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proved by the confession of Bates (one of the conspirators), who had carried a written message to that effect. On his arrival, he was greeted gladly with the welcome, ‘Here is a gentleman that will live and die with us !' On his departure, he undertook to do his best to summon some influential Romanists living in the neighbourhood, and in Lancashire, to their aid. Eventually, fully conscious of his guilt, he saved his life by escaping to the Continent.
Finally, with reference to the case of Garnet, I should like to call attention to the two following little-known facts which reveal the low estimation in which this Jesuit was held by the majority of English Roman Catholics in the seventeenth century. During the year 1624, a representative of the English Secular Roman Catholic clergy, whilst staying at Rome, was surprised at reading underneath a portrait of Garnet the words • Propter fidem Catholicam.' He forthwith complained to the Pope, stating that Garnet was not regarded by English Roman Catholics as a martyr, and the inscription was accordingly changed into 'Ab haereticis occisus.' Later on, in the next reign, Panzani, the Papal agent, finding how unpopular the Jesuits were in London, was instructed by Pope Urban VIII, to assure Charles I. that Garnet would not be • beatified."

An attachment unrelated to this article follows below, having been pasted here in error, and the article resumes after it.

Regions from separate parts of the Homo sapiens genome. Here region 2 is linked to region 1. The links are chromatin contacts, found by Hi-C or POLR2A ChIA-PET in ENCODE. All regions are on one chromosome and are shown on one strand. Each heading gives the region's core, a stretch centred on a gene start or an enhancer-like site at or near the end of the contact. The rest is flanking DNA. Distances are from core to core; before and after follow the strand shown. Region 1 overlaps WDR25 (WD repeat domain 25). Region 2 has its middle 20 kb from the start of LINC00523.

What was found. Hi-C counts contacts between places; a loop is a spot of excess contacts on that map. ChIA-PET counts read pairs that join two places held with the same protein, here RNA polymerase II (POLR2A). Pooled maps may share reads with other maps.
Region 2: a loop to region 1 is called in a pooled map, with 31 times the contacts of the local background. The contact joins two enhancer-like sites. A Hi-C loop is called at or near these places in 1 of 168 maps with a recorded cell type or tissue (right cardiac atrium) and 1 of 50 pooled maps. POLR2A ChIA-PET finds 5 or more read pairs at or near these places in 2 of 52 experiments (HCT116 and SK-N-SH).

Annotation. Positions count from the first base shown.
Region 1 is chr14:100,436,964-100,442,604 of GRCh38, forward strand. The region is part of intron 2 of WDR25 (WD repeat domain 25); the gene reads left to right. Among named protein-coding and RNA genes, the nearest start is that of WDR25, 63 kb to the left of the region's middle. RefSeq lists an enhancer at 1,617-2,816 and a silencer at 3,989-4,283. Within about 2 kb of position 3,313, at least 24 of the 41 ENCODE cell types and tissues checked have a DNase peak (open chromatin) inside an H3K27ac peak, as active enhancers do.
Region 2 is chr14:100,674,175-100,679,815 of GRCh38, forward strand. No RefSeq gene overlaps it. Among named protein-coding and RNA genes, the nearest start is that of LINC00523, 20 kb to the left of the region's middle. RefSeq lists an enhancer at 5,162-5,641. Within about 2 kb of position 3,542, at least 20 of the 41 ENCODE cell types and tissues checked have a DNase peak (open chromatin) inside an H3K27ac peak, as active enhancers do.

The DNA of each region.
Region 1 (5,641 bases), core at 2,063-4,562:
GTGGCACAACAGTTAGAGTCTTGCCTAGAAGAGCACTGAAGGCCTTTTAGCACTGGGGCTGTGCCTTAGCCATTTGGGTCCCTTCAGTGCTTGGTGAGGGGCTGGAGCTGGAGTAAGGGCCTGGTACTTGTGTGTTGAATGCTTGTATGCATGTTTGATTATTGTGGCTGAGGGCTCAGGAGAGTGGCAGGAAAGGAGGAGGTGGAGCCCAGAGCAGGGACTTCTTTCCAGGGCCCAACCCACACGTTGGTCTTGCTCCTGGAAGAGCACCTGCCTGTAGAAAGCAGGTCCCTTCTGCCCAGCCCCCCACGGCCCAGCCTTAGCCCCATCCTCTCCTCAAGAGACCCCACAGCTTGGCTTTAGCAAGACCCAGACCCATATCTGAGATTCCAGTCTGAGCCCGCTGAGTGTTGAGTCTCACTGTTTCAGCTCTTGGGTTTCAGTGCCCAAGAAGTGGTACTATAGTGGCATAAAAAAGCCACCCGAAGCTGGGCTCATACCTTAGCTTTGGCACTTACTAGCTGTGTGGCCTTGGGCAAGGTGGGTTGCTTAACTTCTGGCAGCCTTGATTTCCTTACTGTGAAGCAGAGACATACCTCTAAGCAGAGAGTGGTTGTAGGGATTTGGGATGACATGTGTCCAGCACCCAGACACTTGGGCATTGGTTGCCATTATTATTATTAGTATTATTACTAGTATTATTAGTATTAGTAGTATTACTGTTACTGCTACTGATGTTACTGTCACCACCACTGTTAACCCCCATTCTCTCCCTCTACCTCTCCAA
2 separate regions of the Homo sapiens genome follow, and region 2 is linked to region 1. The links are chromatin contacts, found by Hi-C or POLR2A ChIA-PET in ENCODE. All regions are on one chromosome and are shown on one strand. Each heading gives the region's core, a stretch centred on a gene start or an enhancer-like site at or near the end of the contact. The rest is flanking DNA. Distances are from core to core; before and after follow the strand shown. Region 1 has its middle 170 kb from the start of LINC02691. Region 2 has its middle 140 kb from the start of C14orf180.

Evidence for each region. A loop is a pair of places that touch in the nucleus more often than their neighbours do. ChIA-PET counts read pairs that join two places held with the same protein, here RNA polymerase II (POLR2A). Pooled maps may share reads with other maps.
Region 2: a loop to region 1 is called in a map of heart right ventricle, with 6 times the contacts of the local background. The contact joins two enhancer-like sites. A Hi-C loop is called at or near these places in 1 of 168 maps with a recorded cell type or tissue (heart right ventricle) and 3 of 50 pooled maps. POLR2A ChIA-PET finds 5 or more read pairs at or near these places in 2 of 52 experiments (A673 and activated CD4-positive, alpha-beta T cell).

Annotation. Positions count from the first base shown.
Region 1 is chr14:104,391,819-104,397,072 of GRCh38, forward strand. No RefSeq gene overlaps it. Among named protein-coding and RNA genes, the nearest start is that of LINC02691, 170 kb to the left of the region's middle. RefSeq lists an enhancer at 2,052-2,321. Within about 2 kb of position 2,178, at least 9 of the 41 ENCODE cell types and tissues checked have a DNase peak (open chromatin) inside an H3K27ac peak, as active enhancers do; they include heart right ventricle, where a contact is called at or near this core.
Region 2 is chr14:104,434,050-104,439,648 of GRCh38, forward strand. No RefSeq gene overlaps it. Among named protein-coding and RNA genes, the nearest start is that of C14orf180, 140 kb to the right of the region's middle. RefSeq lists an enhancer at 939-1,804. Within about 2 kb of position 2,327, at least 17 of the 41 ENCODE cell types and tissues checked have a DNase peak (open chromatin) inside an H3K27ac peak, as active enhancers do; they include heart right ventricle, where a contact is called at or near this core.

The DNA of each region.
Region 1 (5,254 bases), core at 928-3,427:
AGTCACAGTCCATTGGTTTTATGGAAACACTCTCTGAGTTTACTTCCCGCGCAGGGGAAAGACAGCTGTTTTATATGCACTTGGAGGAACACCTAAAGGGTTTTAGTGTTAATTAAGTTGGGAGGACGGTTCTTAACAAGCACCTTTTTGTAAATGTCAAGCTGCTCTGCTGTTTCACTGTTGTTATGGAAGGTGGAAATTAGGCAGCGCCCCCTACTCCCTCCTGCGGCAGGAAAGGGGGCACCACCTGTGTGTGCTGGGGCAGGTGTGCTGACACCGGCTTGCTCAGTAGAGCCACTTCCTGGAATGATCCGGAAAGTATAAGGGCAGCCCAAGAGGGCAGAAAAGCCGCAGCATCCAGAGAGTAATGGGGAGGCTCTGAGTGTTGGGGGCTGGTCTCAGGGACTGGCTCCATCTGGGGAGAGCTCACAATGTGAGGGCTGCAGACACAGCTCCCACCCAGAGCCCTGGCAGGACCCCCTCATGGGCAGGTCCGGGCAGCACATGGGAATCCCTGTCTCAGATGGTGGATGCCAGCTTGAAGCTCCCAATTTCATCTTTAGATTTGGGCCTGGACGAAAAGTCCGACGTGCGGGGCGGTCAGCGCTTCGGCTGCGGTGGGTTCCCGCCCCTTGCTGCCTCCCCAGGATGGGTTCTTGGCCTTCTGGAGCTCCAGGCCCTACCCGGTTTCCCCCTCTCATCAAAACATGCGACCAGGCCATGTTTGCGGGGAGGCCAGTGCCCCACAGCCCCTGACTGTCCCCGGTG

LIST OF ILLUSTRATIONS
EXECUTION OF THE CONSPIRATORS
(From a print dated 1794) THE HOUSE OF GUY FAUKES AT LAMBETH
TO FACE PAGE
THE CHIEF CONSPIRATORS
(From an old print) THOMAS WINTER .
(From a print dated 1794) JOHN WRIGHT
(From a print dated 1794) GUY FAUKES.
(Prom a print dated 1794) THOMAS PERCY
(From a print dated 1801) THOMAS BATES
(From an old print) THE GUNPOWDER PLOT CELLARS
(Drawn by J. Capon in 1799)
(From a print dated 1807) ROBERT WINTER
(From a print dated 1794) WESTMINSTER HALL AND PALACE YARD From an etching by Hallar).